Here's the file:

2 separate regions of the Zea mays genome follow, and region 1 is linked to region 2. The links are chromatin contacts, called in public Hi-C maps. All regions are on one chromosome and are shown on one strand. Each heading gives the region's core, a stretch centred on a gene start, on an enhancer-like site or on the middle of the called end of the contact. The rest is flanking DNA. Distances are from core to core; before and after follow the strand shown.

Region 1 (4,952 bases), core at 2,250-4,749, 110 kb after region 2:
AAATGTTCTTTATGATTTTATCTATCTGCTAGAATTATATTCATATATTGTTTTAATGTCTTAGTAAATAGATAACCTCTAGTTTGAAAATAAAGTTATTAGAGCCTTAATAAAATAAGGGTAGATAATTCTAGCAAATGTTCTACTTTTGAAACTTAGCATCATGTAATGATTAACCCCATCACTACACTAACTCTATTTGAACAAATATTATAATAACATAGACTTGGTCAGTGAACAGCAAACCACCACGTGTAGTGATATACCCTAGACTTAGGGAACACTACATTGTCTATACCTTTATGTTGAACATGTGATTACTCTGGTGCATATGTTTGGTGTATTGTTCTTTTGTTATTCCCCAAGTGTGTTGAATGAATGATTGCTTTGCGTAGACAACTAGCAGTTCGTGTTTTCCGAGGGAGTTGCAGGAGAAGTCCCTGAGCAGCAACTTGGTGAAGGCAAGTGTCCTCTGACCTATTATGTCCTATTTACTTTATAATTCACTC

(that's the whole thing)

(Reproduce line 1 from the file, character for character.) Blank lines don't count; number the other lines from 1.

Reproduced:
2 separate regions of the Zea mays genome follow, and region 1 is linked to region 2. The links are chromatin contacts, called in public Hi-C maps. All regions are on one chromosome and are shown on one strand. Each heading gives the region's core, a stretch centred on a gene start, on an enhancer-like site or on the middle of the called end of the contact. The rest is flanking DNA. Distances are from core to core; before and after follow the strand shown.